The use of a name which relates to someone either living or alive during living memory should be avoided in case of negative claims coming to light at a later date. If this did occur, any remaining expenses or complaints would be handled by the relevant town or parish council (including new street nameplates or “inconvenience” expenses claimed by the local residents), but these names can be put forward by the Town or Parish Council as long as written permission has been obtained from the person or family of the person (this is to help avoid upsetting living relatives). This written permission must be provided when the name is submitted.
If the name relates to a public figure, the above still applies, and we recommend that the intention to use the name is announced in the local press to assist with consultation. If there are objections to a proposed name, another name should be submitted. If no other suggestions are made a decision will be made by Street Name and Numbering in line with our current policy.
The use of names that pertain to the Royal Household should be avoided, as to use such a name may require Royal Assent from the Privy Council.
The use of tree names should be avoided mainly due to the duplication of many existing streets already named. We will only do this if those requesting them show that such confusion is not likely to take place and that the tree name has local relevance. This includes all names based on “Orchard”.
The use of numbers as the first part of a street name should be avoided. For example, 20 Four Elms Hill could be misconstrued in an emergency situation as 24 Elms Hill.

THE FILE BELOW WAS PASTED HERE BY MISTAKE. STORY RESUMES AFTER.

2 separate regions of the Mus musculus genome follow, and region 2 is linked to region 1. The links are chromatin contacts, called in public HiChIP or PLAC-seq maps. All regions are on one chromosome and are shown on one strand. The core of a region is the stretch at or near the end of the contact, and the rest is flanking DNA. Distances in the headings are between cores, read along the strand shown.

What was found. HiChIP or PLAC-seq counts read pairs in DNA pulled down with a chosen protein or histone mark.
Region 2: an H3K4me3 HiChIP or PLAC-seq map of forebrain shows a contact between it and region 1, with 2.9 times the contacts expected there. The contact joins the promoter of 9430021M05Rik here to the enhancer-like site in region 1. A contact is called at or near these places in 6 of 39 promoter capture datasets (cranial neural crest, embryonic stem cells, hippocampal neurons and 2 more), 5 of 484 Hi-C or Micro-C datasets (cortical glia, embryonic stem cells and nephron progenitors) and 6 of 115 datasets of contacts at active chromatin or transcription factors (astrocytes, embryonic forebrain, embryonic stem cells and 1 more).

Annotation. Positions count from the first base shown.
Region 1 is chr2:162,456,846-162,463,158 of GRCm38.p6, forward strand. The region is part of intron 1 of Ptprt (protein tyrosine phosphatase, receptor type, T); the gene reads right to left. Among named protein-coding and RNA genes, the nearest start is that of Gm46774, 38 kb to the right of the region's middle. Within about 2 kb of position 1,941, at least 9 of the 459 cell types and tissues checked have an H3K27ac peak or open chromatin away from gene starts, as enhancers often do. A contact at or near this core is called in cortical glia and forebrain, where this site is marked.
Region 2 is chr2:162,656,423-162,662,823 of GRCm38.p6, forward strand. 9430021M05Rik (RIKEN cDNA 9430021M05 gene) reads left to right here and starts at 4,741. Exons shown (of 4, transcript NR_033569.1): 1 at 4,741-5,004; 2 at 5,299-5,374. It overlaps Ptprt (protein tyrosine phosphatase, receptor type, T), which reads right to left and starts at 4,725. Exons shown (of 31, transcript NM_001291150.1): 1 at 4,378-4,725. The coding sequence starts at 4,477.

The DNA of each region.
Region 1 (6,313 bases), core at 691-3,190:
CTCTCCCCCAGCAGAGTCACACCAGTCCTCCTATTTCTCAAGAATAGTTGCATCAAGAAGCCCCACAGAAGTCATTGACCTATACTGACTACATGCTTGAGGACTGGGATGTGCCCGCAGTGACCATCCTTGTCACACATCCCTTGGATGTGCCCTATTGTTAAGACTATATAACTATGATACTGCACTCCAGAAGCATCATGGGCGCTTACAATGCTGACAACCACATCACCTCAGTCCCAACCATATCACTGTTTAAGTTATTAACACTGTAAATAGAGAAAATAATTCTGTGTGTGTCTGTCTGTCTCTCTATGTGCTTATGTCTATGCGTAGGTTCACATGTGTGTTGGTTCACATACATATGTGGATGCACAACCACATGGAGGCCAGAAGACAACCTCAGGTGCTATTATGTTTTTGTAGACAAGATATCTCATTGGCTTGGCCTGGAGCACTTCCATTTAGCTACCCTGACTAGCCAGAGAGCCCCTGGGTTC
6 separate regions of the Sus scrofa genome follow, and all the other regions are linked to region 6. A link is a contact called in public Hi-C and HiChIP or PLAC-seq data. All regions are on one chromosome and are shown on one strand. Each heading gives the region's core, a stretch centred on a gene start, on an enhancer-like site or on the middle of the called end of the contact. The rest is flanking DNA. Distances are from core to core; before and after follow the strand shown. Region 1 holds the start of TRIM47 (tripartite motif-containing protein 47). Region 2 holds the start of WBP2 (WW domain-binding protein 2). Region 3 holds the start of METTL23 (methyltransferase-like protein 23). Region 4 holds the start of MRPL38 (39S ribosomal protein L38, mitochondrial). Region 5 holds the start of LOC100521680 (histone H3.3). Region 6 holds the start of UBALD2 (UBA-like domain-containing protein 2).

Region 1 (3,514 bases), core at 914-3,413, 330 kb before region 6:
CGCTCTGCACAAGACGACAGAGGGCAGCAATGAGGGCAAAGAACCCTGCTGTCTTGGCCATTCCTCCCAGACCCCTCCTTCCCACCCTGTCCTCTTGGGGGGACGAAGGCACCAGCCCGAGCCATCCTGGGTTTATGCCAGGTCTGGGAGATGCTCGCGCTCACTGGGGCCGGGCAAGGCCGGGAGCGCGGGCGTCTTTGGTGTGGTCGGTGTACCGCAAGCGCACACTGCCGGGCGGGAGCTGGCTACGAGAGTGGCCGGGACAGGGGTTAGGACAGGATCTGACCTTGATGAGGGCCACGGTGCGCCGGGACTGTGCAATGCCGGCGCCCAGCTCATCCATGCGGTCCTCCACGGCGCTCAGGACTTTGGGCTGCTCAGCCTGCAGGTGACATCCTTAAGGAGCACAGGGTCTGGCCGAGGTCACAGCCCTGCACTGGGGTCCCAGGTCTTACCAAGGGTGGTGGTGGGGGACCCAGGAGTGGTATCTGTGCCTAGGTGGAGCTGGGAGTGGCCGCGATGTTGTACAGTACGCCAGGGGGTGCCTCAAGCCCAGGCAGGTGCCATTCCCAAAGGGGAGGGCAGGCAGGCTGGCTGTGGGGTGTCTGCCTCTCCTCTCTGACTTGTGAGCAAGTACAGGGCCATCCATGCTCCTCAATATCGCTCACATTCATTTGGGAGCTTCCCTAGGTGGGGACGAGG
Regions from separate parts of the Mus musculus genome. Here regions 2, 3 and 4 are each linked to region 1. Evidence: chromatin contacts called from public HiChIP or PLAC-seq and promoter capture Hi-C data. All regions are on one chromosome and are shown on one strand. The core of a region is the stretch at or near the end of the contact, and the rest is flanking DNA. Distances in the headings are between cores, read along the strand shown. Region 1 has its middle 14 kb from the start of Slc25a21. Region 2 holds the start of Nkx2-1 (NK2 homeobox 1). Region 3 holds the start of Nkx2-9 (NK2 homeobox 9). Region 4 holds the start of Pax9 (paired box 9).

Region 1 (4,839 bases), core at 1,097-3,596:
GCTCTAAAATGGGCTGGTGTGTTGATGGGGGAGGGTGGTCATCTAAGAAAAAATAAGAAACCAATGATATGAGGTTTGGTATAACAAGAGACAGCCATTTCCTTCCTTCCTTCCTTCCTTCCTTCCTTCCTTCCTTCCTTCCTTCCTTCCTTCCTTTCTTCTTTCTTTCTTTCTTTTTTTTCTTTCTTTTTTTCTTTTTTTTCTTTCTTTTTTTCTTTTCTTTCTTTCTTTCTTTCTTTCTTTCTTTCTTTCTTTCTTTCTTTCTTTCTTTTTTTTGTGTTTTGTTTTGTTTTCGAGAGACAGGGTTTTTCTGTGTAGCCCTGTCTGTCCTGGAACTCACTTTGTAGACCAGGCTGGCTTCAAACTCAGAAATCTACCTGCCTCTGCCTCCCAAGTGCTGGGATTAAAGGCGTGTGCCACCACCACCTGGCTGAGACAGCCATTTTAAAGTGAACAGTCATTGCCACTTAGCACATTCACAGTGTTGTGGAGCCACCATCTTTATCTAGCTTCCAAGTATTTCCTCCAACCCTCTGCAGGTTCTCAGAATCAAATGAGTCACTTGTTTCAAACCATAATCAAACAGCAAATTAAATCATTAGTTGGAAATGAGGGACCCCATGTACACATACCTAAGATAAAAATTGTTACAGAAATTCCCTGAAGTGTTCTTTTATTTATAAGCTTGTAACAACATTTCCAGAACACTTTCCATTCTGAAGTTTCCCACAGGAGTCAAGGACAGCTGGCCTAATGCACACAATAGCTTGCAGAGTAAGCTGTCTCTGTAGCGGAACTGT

Street names beginning with “The” should be avoided due to press articles suggesting this can impact negatively on emergency service response times.
Locally known (or historically known) street names will not have street nameplates unless they form part of the official postal addresses of the properties along those streets
If signs have been placed in the past or have been requested, but the name does NOT form part of the official postal address, the relevant Ward Councillors for Exeter or the Town or Parish Council for the Districts should canvas the affected residents.
- If they are in agreement to an address change to include the name (which may result in a change of postal code) the sign can remain or signs can be purchased by the Town or Parish council.
- If the residents are NOT in agreement to the address change then any existing sign will be removed as this will cause confusion for delivery and emergency services (as the name is not classed as an official road name).
ONLY OFFICIAL ROAD NAMES WHICH FORM PART OF AN OFFICIAL POSTAL ADDRESS CAN HAVE STREET NAMEPLATES